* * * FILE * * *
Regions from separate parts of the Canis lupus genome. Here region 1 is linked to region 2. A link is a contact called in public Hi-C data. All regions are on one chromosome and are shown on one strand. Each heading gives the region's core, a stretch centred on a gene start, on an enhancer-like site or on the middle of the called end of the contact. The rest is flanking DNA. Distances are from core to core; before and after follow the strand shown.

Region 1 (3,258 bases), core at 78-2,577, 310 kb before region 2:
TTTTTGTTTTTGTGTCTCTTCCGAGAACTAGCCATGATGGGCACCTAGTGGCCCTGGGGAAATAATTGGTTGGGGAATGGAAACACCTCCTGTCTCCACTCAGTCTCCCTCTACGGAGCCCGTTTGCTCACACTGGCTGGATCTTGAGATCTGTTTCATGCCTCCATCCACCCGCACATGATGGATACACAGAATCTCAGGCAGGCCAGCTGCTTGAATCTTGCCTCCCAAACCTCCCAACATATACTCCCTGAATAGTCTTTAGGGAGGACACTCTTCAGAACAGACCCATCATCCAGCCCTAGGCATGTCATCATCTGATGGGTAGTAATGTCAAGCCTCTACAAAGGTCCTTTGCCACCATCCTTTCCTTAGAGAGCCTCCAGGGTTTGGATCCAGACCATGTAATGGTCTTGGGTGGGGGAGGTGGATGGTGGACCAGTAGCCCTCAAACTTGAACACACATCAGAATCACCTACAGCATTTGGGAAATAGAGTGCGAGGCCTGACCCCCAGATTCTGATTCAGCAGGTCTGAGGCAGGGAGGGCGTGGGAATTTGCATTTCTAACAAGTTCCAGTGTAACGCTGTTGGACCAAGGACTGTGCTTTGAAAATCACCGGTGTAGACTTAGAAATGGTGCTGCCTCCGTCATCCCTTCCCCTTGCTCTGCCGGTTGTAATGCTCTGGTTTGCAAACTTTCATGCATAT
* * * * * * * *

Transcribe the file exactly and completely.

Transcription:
Regions from separate parts of the Canis lupus genome. Here region 1 is linked to region 2. A link is a contact called in public Hi-C data. All regions are on one chromosome and are shown on one strand. Each heading gives the region's core, a stretch centred on a gene start, on an enhancer-like site or on the middle of the called end of the contact. The rest is flanking DNA. Distances are from core to core; before and after follow the strand shown.

Region 1 (3,258 bases), core at 78-2,577, 310 kb before region 2:
TTTTTGTTTTTGTGTCTCTTCCGAGAACTAGCCATGATGGGCACCTAGTGGCCCTGGGGAAATAATTGGTTGGGGAATGGAAACACCTCCTGTCTCCACTCAGTCTCCCTCTACGGAGCCCGTTTGCTCACACTGGCTGGATCTTGAGATCTGTTTCATGCCTCCATCCACCCGCACATGATGGATACACAGAATCTCAGGCAGGCCAGCTGCTTGAATCTTGCCTCCCAAACCTCCCAACATATACTCCCTGAATAGTCTTTAGGGAGGACACTCTTCAGAACAGACCCATCATCCAGCCCTAGGCATGTCATCATCTGATGGGTAGTAATGTCAAGCCTCTACAAAGGTCCTTTGCCACCATCCTTTCCTTAGAGAGCCTCCAGGGTTTGGATCCAGACCATGTAATGGTCTTGGGTGGGGGAGGTGGATGGTGGACCAGTAGCCCTCAAACTTGAACACACATCAGAATCACCTACAGCATTTGGGAAATAGAGTGCGAGGCCTGACCCCCAGATTCTGATTCAGCAGGTCTGAGGCAGGGAGGGCGTGGGAATTTGCATTTCTAACAAGTTCCAGTGTAACGCTGTTGGACCAAGGACTGTGCTTTGAAAATCACCGGTGTAGACTTAGAAATGGTGCTGCCTCCGTCATCCCTTCCCCTTGCTCTGCCGGTTGTAATGCTCTGGTTTGCAAACTTTCATGCATAT